We have not completed our first two legs of trans-Siberian train travel across Russia and we are in the heartland of Siberia.
Our first journey (Moscow to Krasnoyarsk) took 69 hours of restive chugging through the Russian countryside. We passed through the green birch forests of European Russia, over the rolling hills of the Urals* into Asia; down into the endless steppe of Siberia, finally arriving at the foothills of the Siberian hills and forests. From Krasnoyarsk we had a (relatively) short over-nighter to Irkutsk, where we have come to hang out on the banks of the world’s deepest body of fresh water: Lake Baikal.
After four nights, we then hurry out of Russia before our visas expire (we will have been here a MONTH!). It is a two night journey to Ulaanbaatar, capital of Mongolia. There we will meet up with three of our most splendid of fabulous friends for a month of traipsing around the Gobi and other such adventures. The final train ride will be just more than 24 hours and takes us into the heart of Beijing – a trip that we will enjoy as a fist of five jocular South Africans. And then we will have completed our train journey across the vastest of continents.
Taking the trans-Siberian trains and sailing across the Pacific are two journeys that capture the imagination. Both are the kind of adventures one might expect to find on a (fairly imaginative) “bucket list”. This slow travel, of seeing the change around us is overwhelmingly our travel method of choice. Traveling at “ground” level (as opposed to speeding over the earth in a plane) gives one a real sense of the vastness and wonder of our planet. Discoveries are made slowly: the imagination can only travel as fast as the eye can see and mind can comprehend. The journey is as much a part of the travel as the destination and one gains an intimate sense of the world as a whole. Just as, when sailing, an island appears at first as a small mound bobbing over the waves in a vast ocean, so arrival in a city by train opens the eye to where it sits in its own geography.
Interestingly, the Pacific and Siberian journeys are not entirely different. Stoffel and I have spent some time over the past train trip compiling a random list which (in Grand Russian Style) we have entitled:
Similarities and Dissimilarities between Crossing the Pacific by Boat and Crossing Siberia by Train
- Lots of reading.
- Lots of playing cards / scrabble / dominoes.
- Lots of sitting around staring at the view.
- The scenery changes very slowly, but it is ever shifting.
- Even though there are more people around (see point #D below), we still can’t really communicate with them so SnS spend a lot of time alternatively grunting or talking kak.
- When we do stop (see point #G below), there is a similar sense of panic that you might get left behind if you alight the vessel and be stranded in the middle of nowhere.
- Same awkward bird-bathing while wedged (so as to prevent oneself from falling over) technique is required while under way in order to maintain basic hygiene.
- It takes a long time.
- Ablutions also, um, just go right through the vessel. (No harbouring of sewerage.)
- Fair amount of self-catering (but see point #N below).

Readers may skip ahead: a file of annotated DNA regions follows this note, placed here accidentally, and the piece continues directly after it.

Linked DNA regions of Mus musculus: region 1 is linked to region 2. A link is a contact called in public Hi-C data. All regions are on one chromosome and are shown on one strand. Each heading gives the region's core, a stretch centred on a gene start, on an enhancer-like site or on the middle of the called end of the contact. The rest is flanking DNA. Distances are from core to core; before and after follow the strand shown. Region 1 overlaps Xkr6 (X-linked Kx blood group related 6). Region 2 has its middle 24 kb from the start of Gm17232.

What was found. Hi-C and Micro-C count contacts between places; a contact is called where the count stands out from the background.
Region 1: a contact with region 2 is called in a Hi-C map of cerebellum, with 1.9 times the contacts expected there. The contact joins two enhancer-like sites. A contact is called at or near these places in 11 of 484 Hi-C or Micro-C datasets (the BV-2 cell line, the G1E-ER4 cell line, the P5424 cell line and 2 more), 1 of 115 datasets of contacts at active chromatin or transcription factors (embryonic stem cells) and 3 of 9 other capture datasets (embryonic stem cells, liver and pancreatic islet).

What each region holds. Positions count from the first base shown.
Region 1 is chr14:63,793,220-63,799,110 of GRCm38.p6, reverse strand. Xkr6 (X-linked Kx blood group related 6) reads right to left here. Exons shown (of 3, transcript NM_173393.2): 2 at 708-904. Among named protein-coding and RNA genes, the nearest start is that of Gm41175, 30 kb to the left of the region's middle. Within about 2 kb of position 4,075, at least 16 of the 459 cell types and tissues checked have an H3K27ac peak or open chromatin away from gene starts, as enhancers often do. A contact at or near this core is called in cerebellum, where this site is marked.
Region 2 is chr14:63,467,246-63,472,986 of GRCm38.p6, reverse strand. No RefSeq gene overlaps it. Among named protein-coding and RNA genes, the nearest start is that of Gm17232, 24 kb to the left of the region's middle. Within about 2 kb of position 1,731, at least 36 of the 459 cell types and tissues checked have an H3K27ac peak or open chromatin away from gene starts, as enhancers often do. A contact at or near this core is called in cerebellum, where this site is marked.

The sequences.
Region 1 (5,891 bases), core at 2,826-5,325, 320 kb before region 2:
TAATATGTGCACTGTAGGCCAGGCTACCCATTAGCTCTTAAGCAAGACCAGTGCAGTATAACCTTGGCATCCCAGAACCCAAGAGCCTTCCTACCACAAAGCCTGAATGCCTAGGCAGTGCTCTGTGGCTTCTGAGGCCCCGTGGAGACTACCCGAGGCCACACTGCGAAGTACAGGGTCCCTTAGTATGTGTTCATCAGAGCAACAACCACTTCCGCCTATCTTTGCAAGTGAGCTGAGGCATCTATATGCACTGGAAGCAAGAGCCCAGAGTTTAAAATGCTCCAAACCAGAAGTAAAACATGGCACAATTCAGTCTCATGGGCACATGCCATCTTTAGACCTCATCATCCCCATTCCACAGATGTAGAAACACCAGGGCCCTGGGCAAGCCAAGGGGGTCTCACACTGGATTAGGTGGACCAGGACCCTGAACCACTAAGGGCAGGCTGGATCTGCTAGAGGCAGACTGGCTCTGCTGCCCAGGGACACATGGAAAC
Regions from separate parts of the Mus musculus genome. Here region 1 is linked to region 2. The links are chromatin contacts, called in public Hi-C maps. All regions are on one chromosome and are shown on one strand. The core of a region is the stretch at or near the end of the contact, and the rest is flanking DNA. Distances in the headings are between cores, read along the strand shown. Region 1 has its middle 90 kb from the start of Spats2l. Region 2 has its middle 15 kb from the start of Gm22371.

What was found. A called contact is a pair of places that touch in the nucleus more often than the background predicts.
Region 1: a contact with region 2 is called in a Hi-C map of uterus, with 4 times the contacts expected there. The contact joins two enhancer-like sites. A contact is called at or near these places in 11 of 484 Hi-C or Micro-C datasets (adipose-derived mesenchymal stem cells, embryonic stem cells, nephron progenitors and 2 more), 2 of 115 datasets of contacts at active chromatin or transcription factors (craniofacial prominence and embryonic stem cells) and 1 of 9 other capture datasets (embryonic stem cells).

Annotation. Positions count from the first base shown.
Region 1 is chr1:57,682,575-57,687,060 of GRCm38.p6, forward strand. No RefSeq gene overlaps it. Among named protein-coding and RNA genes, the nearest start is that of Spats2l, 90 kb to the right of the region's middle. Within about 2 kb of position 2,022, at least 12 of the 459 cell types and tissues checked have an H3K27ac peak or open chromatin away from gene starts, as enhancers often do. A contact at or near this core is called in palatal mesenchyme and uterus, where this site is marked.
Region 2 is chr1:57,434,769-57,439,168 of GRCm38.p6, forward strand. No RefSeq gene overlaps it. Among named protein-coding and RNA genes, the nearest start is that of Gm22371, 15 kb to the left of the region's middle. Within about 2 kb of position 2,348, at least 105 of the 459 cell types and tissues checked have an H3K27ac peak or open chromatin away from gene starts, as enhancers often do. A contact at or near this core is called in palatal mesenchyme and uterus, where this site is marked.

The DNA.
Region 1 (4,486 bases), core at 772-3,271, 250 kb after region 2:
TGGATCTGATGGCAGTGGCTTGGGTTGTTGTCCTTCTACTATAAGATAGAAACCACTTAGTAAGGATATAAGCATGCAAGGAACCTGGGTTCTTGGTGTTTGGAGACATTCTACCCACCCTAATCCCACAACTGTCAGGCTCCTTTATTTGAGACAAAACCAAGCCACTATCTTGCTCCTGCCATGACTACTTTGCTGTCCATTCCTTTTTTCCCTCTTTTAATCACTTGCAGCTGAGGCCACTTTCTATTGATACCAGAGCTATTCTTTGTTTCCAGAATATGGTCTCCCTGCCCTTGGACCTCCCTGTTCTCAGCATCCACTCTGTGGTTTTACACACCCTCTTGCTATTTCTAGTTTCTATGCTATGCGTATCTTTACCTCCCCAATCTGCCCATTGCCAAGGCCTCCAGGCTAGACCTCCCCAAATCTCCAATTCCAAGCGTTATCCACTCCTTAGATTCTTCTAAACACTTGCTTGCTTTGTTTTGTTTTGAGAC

- Constant rhythmical motion.
- Need to wear sunglasses when sunny – it’s pretty bright out there.
- One gains a sense of space and travel that is bereft in air transport.
- Walking around can be pretty unstable… until you gain your sea/train legs.
- First night of sleep on hard land also brings that vague rocking feeling – like you’re still under way.
- Need for clever stowage.
- Plotting of positions as a manner of showing distance passing is important. Except on a train it is not the neat reading of GPS co-ordinates and then plotting them against a chart. On the trans-Siberian, we push our faces up against the glass on the right-hand side of the train and hope to catch a reading of the (ridiculously small) km mark and then referring to our excellent guide book (Trailblazers, by Bryn Thomas). Most attempts are only successful by about the 4th kilometer as it takes the eye a little training (ha!) to catch the number as we speed through the countryside.
- No watch system = more sleep!
- No seasickness.
- If something breaks/needs to be cleaned, the provodnik (cabin attendant) does it. Lovethemthemost.
- More people around (but see point #E above).
- Russian music is pumped through the speakers and not our own tunes. (Not ALWAYS bad… not always good.)
- Surrounded by land, not sea. Although the Russian landscape is pretty monotonous. And there are a lot of bogs, so we often travel along next to water.
- More opportunity to stop and alight as we travel (but see point #F above).
- There is a canteen aboard!
- More distance to stagger around while under way.
- Less suntanning. Although the aircon/heating can be rather hot.
- No actual navigation that matters to our direction.
- A lot more traffic on the rails than the ocean.
- Less nakedness (both because of general Siberian vs Pacific climate and decency towards our fellow travelers).
- No kitchen = lack of exciting cooking options. There is a limit to what one can achieve with boiling water and a mug.
- No swimming on arrival in port. Although the hot shower at the hostel is appreciated.
- The decision where to “drop the hook” is made further in advance when on the train: thus eliminating over-tired arguing about the best possible anchorage in the bay.
* The Urals are a somewhat underwhelming border between East and West (Europe and Asia). A bit like the Equator, but with less anticipation and less dramatic music.